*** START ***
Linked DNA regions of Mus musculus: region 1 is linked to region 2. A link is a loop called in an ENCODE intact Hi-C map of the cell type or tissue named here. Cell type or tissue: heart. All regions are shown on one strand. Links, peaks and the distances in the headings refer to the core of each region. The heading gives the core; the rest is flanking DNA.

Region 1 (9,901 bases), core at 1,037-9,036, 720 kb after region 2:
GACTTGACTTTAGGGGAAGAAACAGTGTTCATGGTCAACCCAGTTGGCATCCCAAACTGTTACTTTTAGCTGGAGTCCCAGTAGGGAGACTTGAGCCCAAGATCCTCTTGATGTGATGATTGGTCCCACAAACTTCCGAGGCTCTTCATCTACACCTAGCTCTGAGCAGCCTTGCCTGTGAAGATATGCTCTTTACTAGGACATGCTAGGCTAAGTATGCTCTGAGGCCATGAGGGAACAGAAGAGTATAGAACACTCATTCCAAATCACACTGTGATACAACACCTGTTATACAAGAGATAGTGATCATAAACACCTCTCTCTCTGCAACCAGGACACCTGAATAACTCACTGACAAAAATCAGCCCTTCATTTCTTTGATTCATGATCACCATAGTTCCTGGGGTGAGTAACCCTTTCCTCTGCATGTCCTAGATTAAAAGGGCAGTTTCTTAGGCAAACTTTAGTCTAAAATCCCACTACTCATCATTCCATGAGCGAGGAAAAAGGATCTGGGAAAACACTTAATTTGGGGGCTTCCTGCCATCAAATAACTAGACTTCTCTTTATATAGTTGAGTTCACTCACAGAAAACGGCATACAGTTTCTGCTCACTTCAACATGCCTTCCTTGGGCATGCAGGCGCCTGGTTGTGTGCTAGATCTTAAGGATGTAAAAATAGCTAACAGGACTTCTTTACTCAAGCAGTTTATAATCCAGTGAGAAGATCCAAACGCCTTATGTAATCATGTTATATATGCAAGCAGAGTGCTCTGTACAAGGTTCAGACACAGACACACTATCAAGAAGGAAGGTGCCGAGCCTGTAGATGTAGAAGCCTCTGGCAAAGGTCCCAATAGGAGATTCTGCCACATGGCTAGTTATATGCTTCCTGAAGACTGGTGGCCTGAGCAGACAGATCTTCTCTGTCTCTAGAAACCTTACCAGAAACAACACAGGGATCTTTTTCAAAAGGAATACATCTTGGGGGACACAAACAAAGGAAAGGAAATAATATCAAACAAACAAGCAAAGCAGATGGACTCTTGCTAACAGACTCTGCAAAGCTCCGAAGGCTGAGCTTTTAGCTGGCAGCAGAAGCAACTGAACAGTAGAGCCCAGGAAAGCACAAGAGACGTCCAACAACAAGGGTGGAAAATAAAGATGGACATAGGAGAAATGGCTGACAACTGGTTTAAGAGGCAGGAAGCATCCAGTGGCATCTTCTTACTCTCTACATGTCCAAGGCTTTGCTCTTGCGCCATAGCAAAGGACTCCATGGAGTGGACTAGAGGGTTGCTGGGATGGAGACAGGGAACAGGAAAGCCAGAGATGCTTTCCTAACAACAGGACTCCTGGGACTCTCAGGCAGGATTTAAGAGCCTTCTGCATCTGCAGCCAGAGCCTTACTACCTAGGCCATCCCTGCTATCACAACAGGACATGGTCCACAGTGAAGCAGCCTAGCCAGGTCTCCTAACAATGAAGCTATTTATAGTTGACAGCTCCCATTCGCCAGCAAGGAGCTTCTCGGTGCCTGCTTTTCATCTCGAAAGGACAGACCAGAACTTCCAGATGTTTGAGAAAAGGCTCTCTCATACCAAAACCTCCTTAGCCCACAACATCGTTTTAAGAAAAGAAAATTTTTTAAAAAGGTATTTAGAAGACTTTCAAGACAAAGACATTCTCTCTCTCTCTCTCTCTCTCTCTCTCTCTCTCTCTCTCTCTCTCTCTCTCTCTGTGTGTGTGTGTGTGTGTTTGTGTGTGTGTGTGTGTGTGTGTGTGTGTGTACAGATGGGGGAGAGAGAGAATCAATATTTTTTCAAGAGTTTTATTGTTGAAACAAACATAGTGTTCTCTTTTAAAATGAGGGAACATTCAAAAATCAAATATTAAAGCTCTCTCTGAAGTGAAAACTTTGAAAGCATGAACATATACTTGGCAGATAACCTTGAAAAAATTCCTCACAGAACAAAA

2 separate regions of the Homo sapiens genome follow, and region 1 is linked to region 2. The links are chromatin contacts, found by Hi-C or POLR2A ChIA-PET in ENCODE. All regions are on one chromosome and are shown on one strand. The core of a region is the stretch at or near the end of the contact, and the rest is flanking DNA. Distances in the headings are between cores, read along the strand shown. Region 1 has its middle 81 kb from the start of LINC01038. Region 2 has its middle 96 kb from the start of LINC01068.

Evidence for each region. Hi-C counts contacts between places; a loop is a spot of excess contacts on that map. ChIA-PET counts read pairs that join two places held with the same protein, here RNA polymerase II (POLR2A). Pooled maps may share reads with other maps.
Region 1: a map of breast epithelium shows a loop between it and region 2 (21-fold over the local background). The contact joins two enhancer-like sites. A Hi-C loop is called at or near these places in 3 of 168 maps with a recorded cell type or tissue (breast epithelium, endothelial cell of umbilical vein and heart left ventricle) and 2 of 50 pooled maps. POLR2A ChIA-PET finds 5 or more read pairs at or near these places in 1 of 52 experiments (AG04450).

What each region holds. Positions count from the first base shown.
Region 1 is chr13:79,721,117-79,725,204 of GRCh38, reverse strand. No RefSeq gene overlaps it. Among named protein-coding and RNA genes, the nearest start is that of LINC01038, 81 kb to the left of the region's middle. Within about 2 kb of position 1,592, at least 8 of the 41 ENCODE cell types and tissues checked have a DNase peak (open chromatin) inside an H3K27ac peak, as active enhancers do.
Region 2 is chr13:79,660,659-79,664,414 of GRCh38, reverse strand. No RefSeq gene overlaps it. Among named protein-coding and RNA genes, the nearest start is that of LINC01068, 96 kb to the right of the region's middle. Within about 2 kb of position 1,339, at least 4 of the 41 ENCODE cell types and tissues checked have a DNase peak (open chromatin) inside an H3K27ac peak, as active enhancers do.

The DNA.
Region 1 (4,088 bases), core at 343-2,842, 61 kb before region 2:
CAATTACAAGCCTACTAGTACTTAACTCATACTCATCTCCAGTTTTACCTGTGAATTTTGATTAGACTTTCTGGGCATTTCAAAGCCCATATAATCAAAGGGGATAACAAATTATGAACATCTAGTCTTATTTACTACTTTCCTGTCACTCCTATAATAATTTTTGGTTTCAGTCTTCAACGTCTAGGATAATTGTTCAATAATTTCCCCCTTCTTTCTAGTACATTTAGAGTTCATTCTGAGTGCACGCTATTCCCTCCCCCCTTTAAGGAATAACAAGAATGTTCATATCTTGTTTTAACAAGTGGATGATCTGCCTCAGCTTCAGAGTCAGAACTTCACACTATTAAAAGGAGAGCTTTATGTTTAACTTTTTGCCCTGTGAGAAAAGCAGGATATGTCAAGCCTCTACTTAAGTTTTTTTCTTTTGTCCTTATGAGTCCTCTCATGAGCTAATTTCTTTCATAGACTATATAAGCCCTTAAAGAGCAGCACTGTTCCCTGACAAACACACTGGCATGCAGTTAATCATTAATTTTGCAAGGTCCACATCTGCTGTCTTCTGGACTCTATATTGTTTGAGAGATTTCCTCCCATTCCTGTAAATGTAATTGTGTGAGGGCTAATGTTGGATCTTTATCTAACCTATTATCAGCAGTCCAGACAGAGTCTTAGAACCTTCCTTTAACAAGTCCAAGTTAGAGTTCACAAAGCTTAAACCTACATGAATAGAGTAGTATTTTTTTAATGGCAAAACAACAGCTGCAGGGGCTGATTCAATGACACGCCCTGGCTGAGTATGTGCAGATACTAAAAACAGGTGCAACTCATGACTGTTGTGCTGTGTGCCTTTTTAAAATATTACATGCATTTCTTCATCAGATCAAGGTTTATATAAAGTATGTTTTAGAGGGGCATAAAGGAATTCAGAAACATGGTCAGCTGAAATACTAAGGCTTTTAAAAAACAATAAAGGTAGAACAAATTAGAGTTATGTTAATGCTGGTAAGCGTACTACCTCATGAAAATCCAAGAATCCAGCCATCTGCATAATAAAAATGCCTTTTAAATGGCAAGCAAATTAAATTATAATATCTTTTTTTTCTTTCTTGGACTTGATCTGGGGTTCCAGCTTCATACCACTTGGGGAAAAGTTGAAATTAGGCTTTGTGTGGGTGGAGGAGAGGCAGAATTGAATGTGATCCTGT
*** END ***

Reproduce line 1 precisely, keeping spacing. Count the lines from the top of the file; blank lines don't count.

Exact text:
Linked DNA regions of Mus musculus: region 1 is linked to region 2. A link is a loop called in an ENCODE intact Hi-C map of the cell type or tissue named here. Cell type or tissue: heart. All regions are shown on one strand. Links, peaks and the distances in the headings refer to the core of each region. The heading gives the core; the rest is flanking DNA.